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Infinite sum of sines

  1. Apr 8, 2015 #1
    1. The problem statement, all variables and given/known data
    I have this exercise: Calculate
    ##\sum\limits_{k=0}^\infty t^{k}sin{(kx)}##
    Where x and t are real and t is between 0 and 1.
    2. Relevant equations
    ?
    3. The attempt at a solution
    The ratio test says that this sum does have a limit, and tk obviously converges, as t is between 0 and 1. However, how am I supposed to solve it for the sines? A summatory inside a summatory? I don't think so, this is an exam question and we haven't done anything similar. I've been stuck with this for a day now...
     
    Last edited: Apr 8, 2015
  2. jcsd
  3. Apr 8, 2015 #2

    Orodruin

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    How about trying to rewrite the sine in some intelligent fashion?
     
  4. Apr 8, 2015 #3
    Damn, how did I not think of that?
    So the answer is
    ##\frac{2i}{2i-te^{ix}}-\frac{2i}{2i-te^{-ix}}##?
     
  5. Apr 8, 2015 #4

    Matternot

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    I get:

    ##\frac{tsin(x)}{1-2t cos(x)+t^2}##

    Your answer may be the same.

    What was your method?
     
    Last edited: Apr 8, 2015
  6. Apr 8, 2015 #5

    Matternot

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    ##\frac{tsin(x)}{1-2tcos(x)+t^2}##
     
    Last edited: Apr 8, 2015
  7. Apr 8, 2015 #6

    LCKurtz

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    That isn't what I get. Show your work, and, since the answer must be real, put it in real form.

    [Edit, added]I didn't see Stephen's post; I agree with his answer.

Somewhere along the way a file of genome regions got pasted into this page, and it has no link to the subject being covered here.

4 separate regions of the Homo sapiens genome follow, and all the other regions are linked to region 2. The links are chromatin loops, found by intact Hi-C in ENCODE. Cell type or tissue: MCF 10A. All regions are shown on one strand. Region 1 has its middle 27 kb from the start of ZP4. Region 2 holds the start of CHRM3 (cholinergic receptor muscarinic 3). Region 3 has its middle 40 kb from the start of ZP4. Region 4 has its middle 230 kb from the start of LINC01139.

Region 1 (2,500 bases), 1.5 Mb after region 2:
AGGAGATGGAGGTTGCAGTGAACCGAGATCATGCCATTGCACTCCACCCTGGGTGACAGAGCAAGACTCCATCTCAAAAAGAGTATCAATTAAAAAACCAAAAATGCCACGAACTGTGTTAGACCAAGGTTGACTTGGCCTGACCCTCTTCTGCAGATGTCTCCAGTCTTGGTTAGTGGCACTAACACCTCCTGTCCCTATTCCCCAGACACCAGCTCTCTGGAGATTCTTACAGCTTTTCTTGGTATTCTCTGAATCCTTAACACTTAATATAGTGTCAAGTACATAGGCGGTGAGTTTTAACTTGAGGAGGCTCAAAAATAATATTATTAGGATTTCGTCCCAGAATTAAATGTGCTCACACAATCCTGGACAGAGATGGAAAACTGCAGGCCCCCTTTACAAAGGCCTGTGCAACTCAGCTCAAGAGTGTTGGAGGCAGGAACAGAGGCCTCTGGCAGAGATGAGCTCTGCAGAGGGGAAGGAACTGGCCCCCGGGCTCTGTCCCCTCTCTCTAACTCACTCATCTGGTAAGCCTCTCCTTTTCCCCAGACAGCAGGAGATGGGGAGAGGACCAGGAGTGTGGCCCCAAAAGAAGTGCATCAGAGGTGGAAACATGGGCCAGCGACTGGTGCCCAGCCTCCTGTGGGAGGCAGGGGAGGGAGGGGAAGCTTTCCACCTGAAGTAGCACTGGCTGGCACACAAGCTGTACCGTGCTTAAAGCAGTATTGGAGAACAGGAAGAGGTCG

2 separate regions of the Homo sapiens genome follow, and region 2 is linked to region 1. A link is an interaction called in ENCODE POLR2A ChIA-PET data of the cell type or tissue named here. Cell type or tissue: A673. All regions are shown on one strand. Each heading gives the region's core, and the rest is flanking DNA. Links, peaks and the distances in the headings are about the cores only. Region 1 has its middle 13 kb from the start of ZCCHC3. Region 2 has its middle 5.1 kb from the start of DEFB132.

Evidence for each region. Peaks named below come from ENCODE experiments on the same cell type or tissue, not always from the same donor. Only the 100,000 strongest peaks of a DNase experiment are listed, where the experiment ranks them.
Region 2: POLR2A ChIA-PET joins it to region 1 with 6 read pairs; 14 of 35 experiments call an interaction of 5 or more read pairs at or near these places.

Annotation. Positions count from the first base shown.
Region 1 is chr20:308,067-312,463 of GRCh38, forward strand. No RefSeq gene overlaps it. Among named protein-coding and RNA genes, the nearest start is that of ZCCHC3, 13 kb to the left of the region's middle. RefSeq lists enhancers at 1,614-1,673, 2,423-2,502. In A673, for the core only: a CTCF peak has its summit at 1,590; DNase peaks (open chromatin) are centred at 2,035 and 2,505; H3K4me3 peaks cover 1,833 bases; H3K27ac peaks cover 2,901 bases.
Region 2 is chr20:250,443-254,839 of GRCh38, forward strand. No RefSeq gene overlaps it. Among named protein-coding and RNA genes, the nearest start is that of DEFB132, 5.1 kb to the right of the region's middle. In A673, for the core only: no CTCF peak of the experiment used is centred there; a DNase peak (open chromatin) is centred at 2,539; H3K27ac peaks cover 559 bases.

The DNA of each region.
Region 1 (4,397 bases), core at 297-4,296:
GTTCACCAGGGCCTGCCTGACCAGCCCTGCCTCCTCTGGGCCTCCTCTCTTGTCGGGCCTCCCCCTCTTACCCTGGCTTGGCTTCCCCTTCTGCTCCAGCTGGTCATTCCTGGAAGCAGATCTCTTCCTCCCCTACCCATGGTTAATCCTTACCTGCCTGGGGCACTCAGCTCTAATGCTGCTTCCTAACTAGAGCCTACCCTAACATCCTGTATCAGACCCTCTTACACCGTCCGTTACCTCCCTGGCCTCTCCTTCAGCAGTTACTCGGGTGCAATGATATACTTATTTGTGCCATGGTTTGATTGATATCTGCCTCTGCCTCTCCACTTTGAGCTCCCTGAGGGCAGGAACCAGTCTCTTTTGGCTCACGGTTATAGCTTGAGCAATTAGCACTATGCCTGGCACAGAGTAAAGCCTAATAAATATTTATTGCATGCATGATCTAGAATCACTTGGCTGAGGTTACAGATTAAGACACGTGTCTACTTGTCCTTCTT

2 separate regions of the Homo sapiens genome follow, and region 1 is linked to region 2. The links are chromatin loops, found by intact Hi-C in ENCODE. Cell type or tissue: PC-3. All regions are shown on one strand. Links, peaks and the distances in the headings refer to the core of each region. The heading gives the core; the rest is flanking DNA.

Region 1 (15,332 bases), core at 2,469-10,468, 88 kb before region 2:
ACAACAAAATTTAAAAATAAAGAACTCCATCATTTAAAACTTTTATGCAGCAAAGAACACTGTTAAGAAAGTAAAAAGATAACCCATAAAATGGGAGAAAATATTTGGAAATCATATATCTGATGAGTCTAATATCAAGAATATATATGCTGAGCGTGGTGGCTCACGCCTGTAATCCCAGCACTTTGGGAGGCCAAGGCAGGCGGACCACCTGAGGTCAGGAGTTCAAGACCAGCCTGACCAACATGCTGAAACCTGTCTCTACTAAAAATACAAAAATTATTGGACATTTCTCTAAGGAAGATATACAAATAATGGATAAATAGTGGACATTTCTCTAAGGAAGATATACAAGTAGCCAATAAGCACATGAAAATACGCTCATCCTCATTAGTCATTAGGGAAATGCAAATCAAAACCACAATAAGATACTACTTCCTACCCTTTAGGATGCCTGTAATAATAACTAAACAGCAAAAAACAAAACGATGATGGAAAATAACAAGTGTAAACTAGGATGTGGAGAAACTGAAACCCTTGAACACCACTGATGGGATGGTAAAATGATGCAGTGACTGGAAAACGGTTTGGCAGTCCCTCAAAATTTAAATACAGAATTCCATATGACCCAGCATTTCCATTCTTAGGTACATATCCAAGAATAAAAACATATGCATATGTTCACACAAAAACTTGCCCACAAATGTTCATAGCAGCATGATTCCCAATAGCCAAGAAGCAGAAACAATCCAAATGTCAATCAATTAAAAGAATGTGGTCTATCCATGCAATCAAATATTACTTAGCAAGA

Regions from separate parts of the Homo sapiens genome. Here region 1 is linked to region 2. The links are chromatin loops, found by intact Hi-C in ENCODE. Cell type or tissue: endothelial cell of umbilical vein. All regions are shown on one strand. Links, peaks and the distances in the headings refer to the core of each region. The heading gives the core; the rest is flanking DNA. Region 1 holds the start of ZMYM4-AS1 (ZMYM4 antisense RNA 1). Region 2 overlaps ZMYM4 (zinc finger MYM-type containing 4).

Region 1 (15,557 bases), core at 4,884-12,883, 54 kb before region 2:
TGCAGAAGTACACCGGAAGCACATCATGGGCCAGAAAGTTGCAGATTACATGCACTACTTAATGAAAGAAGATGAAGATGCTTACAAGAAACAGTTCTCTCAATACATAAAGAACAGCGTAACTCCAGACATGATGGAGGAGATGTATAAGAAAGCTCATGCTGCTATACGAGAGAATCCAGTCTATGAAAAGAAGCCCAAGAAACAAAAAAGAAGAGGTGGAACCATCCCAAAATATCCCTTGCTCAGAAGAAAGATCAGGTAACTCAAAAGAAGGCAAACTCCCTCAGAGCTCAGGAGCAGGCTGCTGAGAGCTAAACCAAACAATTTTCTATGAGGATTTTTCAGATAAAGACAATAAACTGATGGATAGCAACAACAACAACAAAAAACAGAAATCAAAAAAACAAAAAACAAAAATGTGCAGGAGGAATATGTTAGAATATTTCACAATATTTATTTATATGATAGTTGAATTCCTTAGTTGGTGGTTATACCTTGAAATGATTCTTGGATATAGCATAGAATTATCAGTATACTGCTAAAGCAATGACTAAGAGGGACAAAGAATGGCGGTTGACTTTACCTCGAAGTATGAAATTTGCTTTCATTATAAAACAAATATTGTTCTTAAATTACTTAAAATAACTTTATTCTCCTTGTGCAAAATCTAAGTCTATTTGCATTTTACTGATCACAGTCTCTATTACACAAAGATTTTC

8. Apr 8, 2015 #7
    Crap! I'm being stupid today! my previous expression should have been
    ##\frac{1}{2i}(\frac{1}{1-te^{ix}}-\frac{1}{1-te^{-ix}})##
    Which, if simplified, gives the same answer you got. Thanks, guys!
     
  9. Apr 9, 2015 #8

    Matternot

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    It seems like your method is unnecessarily complicated. Did you write sin as:

    ##\frac{e^{ix}-e^{-ix}}{2i}##

    or as

    ##Im(e^{ix})##?
     
  10. Apr 9, 2015 #9
    I used
    ##\sin{(x)}=\frac{e^{ix}-e^{-ix}}{2i}##

    How do you do it with

    ##Im(e^{ix})##?
     
  11. Apr 9, 2015 #10

    Orodruin

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    In exactly the same way, you just move the Im outside of the sum since ##t## is real. The difference is that you get only one term.
     
  12. Apr 9, 2015 #11

    Matternot

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    It's considered easier to use

    ##Im(e^{ix})##

    Try using that method and see which you prefer.
     
  13. Apr 9, 2015 #12
    Okay, I've just tried it and it's definitely easier and there's less things that you can do wrong. I wouldn't have thought of that myself, as ##Im(z)## doesn't feel like a "proper" function to me, but I see it can be useful if you know what you're doing. Thanks for the help, guys!
     
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